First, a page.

A Tale of Two Nesbøs
I've pretty much ignored this whole 'Scandicrime' phase (I've also never read a Dan Brown book, a fact that I state with great pride). Sure, I read the Stieg Larsson trilogy, even if the first was the only one of any real note. But I feel confident that I'm not missing a whole lot ignoring the vast amount of Scandinavian airport novels suddenly popping up around the place. Some may be good, some may even be very good: but, with such a rich world of literature out there, disposable crime novels alas rarely make the cut.
Hence I have a very limited knowledge of Mr. Jo Nesbø who, unfortunately, has been straddled with the potentially crippling 'next Stieg Larsson' tag by many eager readers, critics and publishing houses alike. Indeed, I confess such a cheap marketing quote was enough to turn me off his work until now. But after hearing several positive reviews for the adaptation of his novel Headhunters, I said I'd give the cinematic cliffnotes a whirl. Having been generally impressed, I decided to check out current cinema release Jackpot too (based on a story by Nesbø). Bad idea.
Let us take a step back for a moment. Brief plot introductions are due. Headhunters concerns a one Roger Brown (Aksel Hennie): a professional headhunter (as the title helpfully suggests) who steals valuable art pieces from the homes of clients to help fund a moderately lavish lifestyle for himself and his gallery opening wife. However, the shit makes a rapid turn towards the fan when Roger tries to lift a priceless painting from mysterious new client Clas (Nikolaj Coster-Waldau). Jackpot, meanwhile, stars
Kyrre Hellum as Oscar: a supervisor in a recycling plant / fake Christmas tree factory that employs a ragtag collection of outcasts and ex-cons. When himself and three employees enter a betting pool for the national lottery (which seems to be determined by soccer results - the intricacies of Northern European gambling are lost on me) they unexpectedly win well over a million pieces of finest Norwegian currency. Alas, some of the group want a bigger share, with inevitably bloody results. Indeed, the film opens with poor Oscar emerging from underneath an obese corpse just as the police arrive at the site of a strip club massacre, with a majority of the film taking the form of Oscar's subsequent interrogation.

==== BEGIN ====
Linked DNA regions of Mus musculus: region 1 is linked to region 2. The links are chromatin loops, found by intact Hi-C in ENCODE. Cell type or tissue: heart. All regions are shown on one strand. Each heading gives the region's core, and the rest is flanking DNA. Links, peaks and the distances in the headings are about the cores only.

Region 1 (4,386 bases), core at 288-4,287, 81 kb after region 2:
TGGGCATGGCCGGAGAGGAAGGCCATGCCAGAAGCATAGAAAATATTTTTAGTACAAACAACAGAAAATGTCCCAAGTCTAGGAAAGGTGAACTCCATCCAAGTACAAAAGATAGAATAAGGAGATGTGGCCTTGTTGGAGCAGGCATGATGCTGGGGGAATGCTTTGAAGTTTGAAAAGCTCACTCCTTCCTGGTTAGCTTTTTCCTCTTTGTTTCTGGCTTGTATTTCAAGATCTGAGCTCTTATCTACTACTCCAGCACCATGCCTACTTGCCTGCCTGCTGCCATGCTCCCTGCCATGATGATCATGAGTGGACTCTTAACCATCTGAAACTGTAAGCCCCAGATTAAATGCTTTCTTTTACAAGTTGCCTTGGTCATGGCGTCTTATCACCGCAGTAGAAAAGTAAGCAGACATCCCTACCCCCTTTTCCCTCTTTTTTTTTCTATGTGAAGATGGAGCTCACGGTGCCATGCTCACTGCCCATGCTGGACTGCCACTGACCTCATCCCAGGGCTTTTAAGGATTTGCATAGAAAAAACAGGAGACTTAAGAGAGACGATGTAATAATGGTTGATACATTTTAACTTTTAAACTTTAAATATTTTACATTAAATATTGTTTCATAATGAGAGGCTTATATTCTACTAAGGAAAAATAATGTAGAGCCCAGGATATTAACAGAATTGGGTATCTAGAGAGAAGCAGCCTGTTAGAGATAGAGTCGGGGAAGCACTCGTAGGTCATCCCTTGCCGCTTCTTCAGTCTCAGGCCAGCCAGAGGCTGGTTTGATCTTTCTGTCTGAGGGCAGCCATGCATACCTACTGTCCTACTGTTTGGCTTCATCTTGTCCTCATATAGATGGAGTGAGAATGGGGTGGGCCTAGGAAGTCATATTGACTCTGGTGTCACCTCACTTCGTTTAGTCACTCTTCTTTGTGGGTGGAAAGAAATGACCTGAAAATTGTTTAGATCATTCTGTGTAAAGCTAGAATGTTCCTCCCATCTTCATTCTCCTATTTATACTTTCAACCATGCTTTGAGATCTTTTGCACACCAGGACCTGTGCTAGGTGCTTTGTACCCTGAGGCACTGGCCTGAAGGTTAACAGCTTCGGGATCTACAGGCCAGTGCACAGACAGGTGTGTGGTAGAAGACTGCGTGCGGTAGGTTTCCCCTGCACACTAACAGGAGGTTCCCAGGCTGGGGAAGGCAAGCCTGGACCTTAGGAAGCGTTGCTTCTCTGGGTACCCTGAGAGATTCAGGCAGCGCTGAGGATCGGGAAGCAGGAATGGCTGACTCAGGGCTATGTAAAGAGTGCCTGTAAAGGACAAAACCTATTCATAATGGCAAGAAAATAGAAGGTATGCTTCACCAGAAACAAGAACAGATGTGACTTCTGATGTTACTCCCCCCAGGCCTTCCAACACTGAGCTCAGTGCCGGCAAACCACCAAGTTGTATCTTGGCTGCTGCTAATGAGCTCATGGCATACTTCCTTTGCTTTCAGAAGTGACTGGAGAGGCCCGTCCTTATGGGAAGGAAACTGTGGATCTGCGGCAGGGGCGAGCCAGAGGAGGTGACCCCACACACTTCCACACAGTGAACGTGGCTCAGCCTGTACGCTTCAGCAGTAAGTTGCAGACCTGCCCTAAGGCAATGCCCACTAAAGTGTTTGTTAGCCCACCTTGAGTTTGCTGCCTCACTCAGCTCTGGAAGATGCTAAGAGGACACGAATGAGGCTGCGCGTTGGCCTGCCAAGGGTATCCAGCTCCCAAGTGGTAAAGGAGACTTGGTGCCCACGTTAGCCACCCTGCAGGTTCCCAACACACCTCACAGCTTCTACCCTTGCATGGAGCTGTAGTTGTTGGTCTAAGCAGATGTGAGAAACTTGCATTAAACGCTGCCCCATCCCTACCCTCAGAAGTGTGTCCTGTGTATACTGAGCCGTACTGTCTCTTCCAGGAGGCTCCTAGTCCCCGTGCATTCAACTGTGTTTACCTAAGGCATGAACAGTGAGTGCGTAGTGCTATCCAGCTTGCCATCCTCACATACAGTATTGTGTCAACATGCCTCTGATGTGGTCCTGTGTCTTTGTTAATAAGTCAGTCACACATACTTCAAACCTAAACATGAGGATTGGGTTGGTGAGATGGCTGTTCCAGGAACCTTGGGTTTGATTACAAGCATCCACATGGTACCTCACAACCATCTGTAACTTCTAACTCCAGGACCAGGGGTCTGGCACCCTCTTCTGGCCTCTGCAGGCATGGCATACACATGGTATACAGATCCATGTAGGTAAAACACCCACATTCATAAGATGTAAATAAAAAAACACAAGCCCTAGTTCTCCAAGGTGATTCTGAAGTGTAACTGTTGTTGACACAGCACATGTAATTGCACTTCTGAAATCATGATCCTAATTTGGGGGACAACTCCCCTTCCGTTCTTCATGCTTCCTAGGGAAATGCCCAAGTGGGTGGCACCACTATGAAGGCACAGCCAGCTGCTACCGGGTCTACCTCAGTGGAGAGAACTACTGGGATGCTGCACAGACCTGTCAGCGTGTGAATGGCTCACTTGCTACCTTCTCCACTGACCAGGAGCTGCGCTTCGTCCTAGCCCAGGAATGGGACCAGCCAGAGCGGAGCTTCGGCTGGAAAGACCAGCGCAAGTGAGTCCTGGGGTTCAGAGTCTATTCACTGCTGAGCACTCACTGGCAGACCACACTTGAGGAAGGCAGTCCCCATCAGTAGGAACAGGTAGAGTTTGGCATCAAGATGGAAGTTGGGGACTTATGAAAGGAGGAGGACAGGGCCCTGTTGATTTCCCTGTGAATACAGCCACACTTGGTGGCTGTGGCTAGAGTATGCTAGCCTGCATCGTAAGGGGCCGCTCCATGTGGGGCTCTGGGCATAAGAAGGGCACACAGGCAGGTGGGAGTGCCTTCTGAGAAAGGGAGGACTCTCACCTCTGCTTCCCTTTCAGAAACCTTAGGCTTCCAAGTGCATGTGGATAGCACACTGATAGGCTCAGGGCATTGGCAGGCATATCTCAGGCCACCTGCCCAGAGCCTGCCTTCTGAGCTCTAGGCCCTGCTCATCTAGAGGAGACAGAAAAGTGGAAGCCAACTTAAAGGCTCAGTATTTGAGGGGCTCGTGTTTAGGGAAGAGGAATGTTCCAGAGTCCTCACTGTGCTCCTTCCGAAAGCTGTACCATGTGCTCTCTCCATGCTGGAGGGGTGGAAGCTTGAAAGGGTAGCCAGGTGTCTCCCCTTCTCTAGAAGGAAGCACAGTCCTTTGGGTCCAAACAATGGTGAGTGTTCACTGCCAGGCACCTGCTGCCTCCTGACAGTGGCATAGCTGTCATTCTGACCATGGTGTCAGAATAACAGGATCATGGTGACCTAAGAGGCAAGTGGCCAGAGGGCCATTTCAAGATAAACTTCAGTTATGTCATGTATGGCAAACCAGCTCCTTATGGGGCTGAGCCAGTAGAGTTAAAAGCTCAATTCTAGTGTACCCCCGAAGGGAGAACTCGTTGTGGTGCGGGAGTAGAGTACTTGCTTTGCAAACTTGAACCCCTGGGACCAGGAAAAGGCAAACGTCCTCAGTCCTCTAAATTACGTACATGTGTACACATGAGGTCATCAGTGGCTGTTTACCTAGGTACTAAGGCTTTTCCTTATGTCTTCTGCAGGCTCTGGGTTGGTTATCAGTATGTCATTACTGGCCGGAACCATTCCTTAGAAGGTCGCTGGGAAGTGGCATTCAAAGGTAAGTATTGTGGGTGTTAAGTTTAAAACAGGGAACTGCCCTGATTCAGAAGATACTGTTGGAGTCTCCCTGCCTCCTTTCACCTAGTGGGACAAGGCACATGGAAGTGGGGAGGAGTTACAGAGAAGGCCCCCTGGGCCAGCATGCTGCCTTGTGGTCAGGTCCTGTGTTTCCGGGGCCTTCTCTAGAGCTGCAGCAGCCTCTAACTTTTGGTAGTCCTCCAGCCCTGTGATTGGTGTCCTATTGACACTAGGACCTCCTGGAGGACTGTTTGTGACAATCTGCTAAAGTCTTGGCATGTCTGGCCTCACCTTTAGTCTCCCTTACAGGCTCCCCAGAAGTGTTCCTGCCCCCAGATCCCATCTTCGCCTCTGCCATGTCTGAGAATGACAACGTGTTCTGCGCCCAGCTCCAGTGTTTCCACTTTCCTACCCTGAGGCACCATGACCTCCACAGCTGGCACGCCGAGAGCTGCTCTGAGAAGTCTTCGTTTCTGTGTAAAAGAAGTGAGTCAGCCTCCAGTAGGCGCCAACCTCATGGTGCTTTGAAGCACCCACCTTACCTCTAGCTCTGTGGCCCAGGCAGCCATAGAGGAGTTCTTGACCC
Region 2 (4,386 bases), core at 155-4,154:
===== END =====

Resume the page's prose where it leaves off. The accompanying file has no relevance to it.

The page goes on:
Headhunters first: while it will never be mistaken for anything more than light, somewhat daft entertainment, it succeeds surprisingly well within its limited scope. The film is extremely pacy, propelled along with admirably energetic momentum. The characters are all unlikeable gits (even Roger himself), but the filmmakers and writer are clever enough to put them through darkly comic misfortune for the duration (although arguably peaking with a literal dip in shit). The biggest problem - and this foreshadows a fatal flaw with the much inferior Jackpot - is a handful of unconvincing contrivances and absurdities, especially during an overly neat conclusion. But, for the majority of the running time, you won't care given the brutal force of the rest of the film. This is silly stuff, but it's endearingly so. The brisk 100 minute running time absolutely flies by as twists pile upon twists and the body count grows. And luckily the film rarely misses an opportunity to indulge in some dark comedy - there's something horribly amusing about a shit-covered man riding a tractor with a dead dog impaled on the front.
Jackpot is similarly lean, but unfortunately at barely 90 minutes feels wholly overstretched. There are plenty of similarities with its sibling (same author, different directors, FYI): deplorable characters, darkly comic tone, high body count. Alas, here it just doesn't work. The plot is contrived beyond all reasonableness, and asks the audience to forgive far too many gaps in logic or story. Try as it might, the pace isn't as convincingly frantic and the story is overfamiliar. There are hints throughout that Oscar's storytelling may not be entirely trustworthy, alá Rashomon. While this strand comes to fruition in the final act, it's far too little far too late, and is significantly undermined by a far too cozy conclusion that makes Headhunter's also neat ending seem comparatively complex and believable. The direction on the whole is merely perfunctory, which is a shame after a relatively stylish opening. Still, the shot of bloody Christmas trees is a rare moment worthy of a chuckle.
One author, two adaptations, two very different results. Headhunters is a light thriller in the best sense: action packed, intense and with a generally interesting story. Jackpot, meanwhile, proves that some stories are best left in the airport book shop: an ugly, sleazy and stupid film, much like the characters it conjures up. If you must only watch one Jo Nesbø this year, let it be Headhunters: it ain't no masterpiece, but it is thoroughly Scandinavian fun.